after-, around- advices of AOP. All achieving the goals of AOP in this
    example. There are many ways to achieve the same thing.

    (2) Yet another approach is using code templates, a la
    meta-programming. There are more complicated examples, like the second
    example in my previous posting, where it's not easily solved by one
    single code block, nor one single MixIn, nor by function composition.
    In that case one can assemble the code by using a template, and make
    successive pattern substitutions depending on the properties of the
    particular instrument. Of course, this approach is a bit beyond the
    reach of Java/C++, and anyway the strongly-typed language people would
    protest because your code may not have been properly verified by the
    compiler.

    (3) To me, if the code is factorized, it's good enough. However, if
    you have existing code and if you want to add aspects to it, you may
    wish to modify the underlying language to expose more "hooks" and
    allow more meta-programming features, so that minimal or no changes
    need to be done on your existing code. For instance, in your example
    above, if you want to add/remove the "helper do... end" wrapper-around
    in f2(), you would have to go to the original source code to
    add/remove it. At least in AspectJ, the idea is NOT to modify the
    original source code, so that you can implement the aspects externally
    to the class. (see for instance a Java example in
    http://www.voelter.de/data/articles/aop/aop.html)

    On the various techniques for achieving AOP (separation of concerns),
    there is a paper ftp://ftp.ccs.neu.edu/pub/people/lieber/crista/techrep95/separation.pdf
    that mentions the following three techniques: (a) meta-level
    programming, (b) adaptive (pattern-oriented) programming, (c) use of
    composition filters. In short, there is more than one way to do it. :)

    Hung Jung
  • David Abrahams at Aug 28, 2003 at 7:33 am

    hungjunglu at yahoo.com (Hung Jung Lu) writes:

    (2) Yet another approach is using code templates, a la
    meta-programming. There are more complicated examples, like the second
    example in my previous posting, where it's not easily solved by one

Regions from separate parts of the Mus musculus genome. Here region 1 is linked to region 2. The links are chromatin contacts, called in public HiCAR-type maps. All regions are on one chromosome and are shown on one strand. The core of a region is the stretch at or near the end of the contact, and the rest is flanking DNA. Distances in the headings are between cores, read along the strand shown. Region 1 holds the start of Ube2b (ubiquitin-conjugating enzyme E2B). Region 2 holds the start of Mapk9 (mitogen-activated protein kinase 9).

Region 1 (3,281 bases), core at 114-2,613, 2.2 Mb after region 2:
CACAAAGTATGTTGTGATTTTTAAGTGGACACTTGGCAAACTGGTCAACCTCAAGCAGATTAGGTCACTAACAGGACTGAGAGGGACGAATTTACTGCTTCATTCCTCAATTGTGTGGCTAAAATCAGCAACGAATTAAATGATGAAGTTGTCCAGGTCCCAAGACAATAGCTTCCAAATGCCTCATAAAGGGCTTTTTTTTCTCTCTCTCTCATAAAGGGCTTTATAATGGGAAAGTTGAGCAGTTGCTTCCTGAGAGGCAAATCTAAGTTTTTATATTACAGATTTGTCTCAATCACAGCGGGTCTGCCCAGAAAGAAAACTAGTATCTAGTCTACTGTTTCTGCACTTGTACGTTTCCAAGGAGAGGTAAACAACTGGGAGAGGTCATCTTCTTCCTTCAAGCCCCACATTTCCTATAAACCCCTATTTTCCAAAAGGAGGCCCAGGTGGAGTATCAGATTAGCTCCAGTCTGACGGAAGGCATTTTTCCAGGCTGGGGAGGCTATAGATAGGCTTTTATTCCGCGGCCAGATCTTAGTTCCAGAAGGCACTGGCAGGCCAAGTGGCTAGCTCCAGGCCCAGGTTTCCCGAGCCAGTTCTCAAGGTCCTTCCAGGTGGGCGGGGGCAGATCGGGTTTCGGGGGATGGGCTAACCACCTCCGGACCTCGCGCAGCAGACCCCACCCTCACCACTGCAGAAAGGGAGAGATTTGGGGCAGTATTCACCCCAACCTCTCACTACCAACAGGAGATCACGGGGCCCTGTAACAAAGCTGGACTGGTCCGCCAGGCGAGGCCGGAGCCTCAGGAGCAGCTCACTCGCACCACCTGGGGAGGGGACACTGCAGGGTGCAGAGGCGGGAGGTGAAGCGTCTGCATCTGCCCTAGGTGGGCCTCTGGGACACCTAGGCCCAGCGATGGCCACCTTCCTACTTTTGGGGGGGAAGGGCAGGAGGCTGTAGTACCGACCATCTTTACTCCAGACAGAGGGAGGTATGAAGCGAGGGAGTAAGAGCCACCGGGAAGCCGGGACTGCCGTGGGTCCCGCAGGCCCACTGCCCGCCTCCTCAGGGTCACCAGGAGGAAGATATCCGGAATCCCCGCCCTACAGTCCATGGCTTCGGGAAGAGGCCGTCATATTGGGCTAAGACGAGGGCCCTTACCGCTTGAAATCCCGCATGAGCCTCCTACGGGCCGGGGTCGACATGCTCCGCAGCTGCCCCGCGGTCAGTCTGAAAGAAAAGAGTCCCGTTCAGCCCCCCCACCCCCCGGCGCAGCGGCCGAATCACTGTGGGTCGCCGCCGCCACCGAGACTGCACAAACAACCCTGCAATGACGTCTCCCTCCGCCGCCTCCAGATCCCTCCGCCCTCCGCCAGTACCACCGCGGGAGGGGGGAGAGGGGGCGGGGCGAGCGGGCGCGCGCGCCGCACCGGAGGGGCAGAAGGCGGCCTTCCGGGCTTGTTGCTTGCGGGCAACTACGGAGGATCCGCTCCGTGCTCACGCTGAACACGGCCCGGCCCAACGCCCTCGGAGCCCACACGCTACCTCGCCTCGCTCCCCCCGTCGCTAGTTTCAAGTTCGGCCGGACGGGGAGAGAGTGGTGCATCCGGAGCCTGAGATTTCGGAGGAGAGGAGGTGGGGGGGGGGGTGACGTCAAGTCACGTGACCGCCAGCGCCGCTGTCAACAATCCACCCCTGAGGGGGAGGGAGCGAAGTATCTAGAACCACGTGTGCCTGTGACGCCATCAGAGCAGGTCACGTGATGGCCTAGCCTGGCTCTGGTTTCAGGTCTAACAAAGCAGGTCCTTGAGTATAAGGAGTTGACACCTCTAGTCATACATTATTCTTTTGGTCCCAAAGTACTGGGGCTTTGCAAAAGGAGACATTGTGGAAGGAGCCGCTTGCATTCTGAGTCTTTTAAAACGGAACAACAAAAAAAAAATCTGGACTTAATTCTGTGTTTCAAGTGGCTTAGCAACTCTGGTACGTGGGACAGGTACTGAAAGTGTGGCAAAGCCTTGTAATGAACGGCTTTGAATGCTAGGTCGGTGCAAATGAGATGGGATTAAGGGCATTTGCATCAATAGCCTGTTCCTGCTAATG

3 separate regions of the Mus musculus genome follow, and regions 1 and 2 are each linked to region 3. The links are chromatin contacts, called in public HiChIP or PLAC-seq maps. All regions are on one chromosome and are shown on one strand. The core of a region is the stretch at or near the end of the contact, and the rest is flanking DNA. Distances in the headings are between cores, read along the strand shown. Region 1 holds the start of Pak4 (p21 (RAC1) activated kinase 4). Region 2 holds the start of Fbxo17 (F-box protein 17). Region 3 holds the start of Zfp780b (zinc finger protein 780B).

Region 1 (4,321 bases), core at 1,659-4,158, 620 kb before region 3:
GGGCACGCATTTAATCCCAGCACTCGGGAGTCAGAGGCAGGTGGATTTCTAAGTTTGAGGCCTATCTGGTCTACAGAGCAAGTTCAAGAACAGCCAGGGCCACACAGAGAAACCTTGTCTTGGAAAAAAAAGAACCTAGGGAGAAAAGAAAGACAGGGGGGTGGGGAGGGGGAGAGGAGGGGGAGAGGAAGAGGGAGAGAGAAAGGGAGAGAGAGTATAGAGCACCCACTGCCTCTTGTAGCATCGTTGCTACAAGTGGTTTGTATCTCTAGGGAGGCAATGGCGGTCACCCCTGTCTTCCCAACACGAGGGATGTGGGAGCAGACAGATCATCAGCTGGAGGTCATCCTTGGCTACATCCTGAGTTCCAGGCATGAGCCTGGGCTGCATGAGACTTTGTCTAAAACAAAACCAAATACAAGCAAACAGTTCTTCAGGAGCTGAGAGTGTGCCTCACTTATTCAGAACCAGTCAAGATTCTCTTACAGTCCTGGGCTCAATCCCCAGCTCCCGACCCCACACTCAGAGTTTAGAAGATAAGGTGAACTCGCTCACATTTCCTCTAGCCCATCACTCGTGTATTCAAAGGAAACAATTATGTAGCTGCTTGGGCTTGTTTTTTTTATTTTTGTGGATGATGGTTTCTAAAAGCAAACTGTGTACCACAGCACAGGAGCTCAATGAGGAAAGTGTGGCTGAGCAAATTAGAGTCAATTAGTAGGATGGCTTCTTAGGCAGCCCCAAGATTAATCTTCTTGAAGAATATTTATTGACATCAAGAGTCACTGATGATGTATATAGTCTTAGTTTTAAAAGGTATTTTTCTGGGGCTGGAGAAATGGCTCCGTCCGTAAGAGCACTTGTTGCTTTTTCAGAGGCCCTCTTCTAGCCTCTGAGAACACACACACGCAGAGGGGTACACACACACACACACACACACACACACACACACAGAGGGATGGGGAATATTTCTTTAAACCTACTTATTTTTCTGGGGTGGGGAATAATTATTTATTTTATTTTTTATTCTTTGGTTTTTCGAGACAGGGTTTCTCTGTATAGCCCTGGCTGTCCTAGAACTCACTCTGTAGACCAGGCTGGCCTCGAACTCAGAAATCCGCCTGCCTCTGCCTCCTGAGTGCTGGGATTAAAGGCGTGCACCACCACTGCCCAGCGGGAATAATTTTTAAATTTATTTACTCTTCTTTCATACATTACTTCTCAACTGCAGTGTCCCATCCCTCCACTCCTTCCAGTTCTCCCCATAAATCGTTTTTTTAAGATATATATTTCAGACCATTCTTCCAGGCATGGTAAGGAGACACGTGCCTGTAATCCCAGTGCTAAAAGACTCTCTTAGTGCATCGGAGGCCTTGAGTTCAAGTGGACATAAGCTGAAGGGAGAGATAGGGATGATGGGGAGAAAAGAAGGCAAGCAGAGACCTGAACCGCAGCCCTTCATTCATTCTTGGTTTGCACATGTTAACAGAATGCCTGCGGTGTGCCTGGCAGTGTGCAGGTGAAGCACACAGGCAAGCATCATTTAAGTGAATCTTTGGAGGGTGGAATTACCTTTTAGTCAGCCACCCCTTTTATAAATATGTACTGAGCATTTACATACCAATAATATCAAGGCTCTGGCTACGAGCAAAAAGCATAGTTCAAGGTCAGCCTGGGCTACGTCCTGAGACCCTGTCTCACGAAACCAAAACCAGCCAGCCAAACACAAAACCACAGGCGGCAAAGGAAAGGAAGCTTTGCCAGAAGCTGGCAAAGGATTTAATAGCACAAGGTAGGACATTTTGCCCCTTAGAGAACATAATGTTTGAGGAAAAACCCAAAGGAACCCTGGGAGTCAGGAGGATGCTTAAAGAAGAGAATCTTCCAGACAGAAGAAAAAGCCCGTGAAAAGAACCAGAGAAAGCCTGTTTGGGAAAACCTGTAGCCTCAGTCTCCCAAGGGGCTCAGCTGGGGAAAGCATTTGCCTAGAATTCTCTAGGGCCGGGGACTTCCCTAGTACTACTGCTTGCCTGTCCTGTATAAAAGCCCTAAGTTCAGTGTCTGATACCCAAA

single code block, nor one single MixIn, nor by function composition.
    In that case one can assemble the code by using a template, and make
    successive pattern substitutions depending on the properties of the
    particular instrument. Of course, this approach is a bit beyond the
    reach of Java/C++, and anyway the strongly-typed language people would
    protest because your code may not have been properly verified by the
    compiler.
    Don't lump Java and C++ together, please!

    I am currently writing a book about metaprogramming in C++, using
    (ahem) templates. I realize that you were referring to a more
    abstract concept when you wrote "template", but it's still amusing
    that the very C++ feature which implements your "template" is called
    "template". Well, maybe I need more sleep. It's amusing to me
    anyway.

    Anyway, the compile-time computational power of C++ templates goes far
    beyond simple templated code generation. In fact they have been shown
    to be Turing-complete
    (http://osl.iu.edu/~tveldhui/papers/2003/turing.pdf). And, as for
    proper code verification, template metaprogramming doesn't compromise
    type-safety.

    Regards,
    --
    Dave Abrahams
    Boost Consulting
    www.boost-consulting.com
  • Evan Simpson at Aug 27, 2003 at 4:44 pm
    Based on your explanation, it seems to me that one way to view AOP is as
    a way of defining "method templates" that can be applied from "outside"
    of the code that defines the methods via pattern-matching on classes.

    There have been quite a few times when I've found myself wanting to be
    able to abstract a pattern across function or method definitions, but
    where the shared operations involve so much local state that refactoring
    into explicit subfunctions is too awkward. Usually I end up with
    cut-and-paste code or a bulky class-based solution.

    Cheers,

    Evan @ 4-am
  • Andrew Dalke at Aug 27, 2003 at 5:02 pm

    Hung Jung Lu:
    (If you know
    Fourier transform, you know what I mean. A localized wave packet in
    time necessarily means a spread-out packet in frequency, and
    vice-versa. You can't have encapsulation both ways.)
    But then there's wavelets.

    :)

    Andrew
    dalke at dalkescientific.com
  • Robert Will at Aug 31, 2003 at 3:01 pm
    llothar at web.de (Lothar Scholz) wrote in message news:<6ee58e07.0308230459.24f53b64 at posting.google.com>...
    I'm not sure if this is a the way to go. I've only seen proof of
    concept but no real use. But only in the latter case you can see the
    problems.

    I don't like it because it breaks encapsulation and splitters the code
    over a few files. Maybe that can be solved with new kind of editors
    but it is much more easy to result in a big confusion.

    The most important use cases that i've seen so far are:

    - Logging facilities
    - Debugging code
    - Pre/Postconditions
    - Threading synchronization

    1+2+3 can be embedded in a language. This is already done in Eiffel.
    I don't know if i really want to see something as difficult as
    "threading synchronization" as an aspect.